The Huttons lived in Lodi for three years, where Barbara taught in the local elementary school. Peter joined Rotary and developed a new hobby: golf. Both became lifelong interests. The Rotary Club was small, and during his second year as a member, Peter was tapped to serve as president. He also joined the Lodi Legion Band, which played at civic events and parades in local and surrounding communities. In 1957, the Huttons moved west to Grandview, Washington, in the Yakima Valley, where Peter became the pastor of Bethany Presbyterian Church. Throughout his career, Peter was active in Presbytery, and while at Grandview, he served as moderator of Walla Walla Presbytery. He was also president of the Grandview Ministerial Association and the Grandview Rotary Club. Shortly after the move to Grandview, daughter Elizabeth Jayne (Beth) was born, November 1, 1957. Daughter Julie Anne arrived June 16, 1959.
Barbara remained very active in church and community activities while raising the girls. She taught Sunday school, sang in the church choir, and worked in the Women’s Association. In the fall of 1965, the superintendent of the school district called and asked her to take a teaching position left vacant at the last minute. This renewed her interest in her career as a teacher.
After nine years in the Yakima Valley, the Huttons accepted an invitation to serve at Calvin Presbyterian Church in Corvallis. Peter was the pastor at Calvin until his retirement in 1987, and the following year he served as interim pastor at Westminster Presbyterian Church, commuting daily to and from Eugene.
After Peter spent 1989 as a house husband while Barbara was still teaching, John Dennis, pastor of First Presbyterian Church in Corvallis, invited Peter to join the staff part-time to temporarily fill the position left by an associate pastor. While the position was intended to last only a few months, the association continued. In addition to worship services, Peter’s activities have included visiting hospitals, homes, retirement homes, and nursing homes, counseling, and teaching classes. Peter served as the last moderator of Willamette Presbytery before it merged into what is now called the Presbytery of the Cascades.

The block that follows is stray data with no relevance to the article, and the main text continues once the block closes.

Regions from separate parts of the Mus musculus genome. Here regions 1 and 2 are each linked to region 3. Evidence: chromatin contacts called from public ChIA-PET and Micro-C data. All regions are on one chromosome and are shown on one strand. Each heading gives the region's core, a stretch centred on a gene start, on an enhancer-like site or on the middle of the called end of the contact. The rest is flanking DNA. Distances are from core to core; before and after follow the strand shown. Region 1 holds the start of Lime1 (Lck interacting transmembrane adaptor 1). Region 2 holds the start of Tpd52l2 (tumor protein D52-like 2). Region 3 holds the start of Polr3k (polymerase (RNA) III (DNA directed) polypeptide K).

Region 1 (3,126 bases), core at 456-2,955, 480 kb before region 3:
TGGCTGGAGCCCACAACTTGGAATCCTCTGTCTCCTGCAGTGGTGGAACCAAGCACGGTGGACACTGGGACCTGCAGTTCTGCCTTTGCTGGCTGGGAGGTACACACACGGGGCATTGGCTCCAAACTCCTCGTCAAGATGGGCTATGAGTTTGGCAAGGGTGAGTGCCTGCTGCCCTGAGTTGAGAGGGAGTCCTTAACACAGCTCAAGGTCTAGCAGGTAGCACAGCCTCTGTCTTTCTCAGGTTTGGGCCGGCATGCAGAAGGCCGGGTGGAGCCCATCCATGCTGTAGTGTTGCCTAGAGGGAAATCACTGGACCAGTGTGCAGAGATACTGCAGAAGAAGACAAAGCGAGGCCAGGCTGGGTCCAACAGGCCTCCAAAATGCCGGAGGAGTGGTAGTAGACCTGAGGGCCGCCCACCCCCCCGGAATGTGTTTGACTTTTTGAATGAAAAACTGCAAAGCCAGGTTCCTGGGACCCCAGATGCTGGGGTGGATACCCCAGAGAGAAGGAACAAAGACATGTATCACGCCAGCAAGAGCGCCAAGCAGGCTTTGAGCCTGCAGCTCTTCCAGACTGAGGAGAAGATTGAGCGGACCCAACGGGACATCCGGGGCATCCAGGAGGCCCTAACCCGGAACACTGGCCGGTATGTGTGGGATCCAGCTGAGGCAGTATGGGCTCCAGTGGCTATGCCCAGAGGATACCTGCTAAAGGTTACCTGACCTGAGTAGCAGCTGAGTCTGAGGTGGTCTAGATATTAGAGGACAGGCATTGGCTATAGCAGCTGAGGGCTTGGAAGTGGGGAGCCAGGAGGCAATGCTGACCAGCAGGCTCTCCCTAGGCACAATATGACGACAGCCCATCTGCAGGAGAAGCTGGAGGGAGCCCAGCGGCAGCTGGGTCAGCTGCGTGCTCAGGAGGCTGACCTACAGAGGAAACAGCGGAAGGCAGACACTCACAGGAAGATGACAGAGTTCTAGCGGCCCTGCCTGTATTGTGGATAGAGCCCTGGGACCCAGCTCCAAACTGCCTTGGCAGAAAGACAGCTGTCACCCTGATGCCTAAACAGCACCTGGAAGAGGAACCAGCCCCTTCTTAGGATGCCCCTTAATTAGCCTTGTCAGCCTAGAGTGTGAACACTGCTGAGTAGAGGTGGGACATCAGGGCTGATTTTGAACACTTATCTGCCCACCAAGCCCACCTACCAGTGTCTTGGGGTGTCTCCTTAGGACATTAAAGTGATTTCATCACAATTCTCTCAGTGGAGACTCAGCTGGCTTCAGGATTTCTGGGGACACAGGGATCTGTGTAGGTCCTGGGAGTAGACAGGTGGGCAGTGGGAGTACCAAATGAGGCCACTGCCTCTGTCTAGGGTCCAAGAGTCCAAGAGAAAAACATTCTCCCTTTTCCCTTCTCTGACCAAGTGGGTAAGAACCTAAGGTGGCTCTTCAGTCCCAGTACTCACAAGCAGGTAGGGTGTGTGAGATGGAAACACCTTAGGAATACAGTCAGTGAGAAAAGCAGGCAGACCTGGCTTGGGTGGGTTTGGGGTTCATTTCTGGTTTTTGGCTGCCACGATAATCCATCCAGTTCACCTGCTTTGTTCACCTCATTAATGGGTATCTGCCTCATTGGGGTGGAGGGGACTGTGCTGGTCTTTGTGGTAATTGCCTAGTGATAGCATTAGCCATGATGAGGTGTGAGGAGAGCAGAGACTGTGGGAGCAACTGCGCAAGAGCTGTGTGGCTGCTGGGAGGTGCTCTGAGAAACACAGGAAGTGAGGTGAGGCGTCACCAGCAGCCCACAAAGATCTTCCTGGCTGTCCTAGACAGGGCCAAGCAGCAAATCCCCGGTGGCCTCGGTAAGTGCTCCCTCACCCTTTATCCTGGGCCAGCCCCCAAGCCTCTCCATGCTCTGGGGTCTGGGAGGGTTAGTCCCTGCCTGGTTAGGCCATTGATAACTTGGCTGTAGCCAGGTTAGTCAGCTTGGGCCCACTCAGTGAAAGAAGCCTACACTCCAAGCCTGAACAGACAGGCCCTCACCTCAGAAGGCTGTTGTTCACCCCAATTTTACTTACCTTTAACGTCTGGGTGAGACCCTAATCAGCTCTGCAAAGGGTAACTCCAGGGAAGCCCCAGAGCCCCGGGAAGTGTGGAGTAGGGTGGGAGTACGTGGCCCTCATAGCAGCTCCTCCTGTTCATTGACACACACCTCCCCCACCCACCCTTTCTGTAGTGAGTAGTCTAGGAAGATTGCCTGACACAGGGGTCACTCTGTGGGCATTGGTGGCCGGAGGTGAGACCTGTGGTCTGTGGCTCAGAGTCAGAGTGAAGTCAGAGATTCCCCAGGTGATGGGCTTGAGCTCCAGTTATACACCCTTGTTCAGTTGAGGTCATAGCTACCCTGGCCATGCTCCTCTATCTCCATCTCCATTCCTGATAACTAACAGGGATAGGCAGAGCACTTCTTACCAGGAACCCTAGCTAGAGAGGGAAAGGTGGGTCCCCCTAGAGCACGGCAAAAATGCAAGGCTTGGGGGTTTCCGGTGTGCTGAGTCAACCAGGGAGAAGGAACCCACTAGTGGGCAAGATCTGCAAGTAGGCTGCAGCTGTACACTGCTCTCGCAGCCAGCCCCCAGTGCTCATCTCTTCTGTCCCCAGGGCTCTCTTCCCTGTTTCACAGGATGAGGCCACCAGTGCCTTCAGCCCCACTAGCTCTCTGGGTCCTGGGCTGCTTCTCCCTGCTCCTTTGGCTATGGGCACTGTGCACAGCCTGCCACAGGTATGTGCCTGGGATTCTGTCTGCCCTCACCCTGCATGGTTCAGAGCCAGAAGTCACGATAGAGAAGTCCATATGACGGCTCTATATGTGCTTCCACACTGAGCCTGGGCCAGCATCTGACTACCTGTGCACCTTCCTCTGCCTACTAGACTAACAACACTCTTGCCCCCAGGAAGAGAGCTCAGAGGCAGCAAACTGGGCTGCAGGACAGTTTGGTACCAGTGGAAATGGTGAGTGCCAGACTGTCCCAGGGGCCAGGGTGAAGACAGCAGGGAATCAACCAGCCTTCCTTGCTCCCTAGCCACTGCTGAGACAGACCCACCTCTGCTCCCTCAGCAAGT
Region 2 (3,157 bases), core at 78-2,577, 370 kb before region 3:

Peter’s other organizational involvements have included the Children’s Farm Home, YMCA, and VORP (Victim-Offenders Reconciliation Program). In the Rotary Club, he served several committee assignments, including Chairman of the Program Committee. He also edited Sparks, the Rotary newsletter, for several years.
When the Huttons moved to Corvallis, Barbara decided to go back to college to work on a master’s degree in extreme learning problems. She began teaching in special education with the Corvallis School district full-time in 1967 while attending Oregon College of Education in Monmouth part time. She received her master’s degree in 1970 and continued in special education for eight years. She then taught in the classroom at Adams and at Wilson Elementary Schools until June of 1991. Altogether, Barbara served the Corvallis School District for twenty-four years.
Barbara was very involved in the Corvallis Education Association, serving as building representative and as a delegate to the state representative council. Delta Kappa Gamma Society International, a women’s education society, kept her busy for several years, more so since her retirement. She held the office of second vice president and corresponding secretary. She was also active with the Campfire Girls organization.
The Peter and Barbara Hutton Scholarship Fund was actually the brainchild of R.C. (Bob) Wilson and Mario Pastega, who gathered contributions to honor the Huttons with a fund established in their names for the benefit of Benton County students pursuing higher education.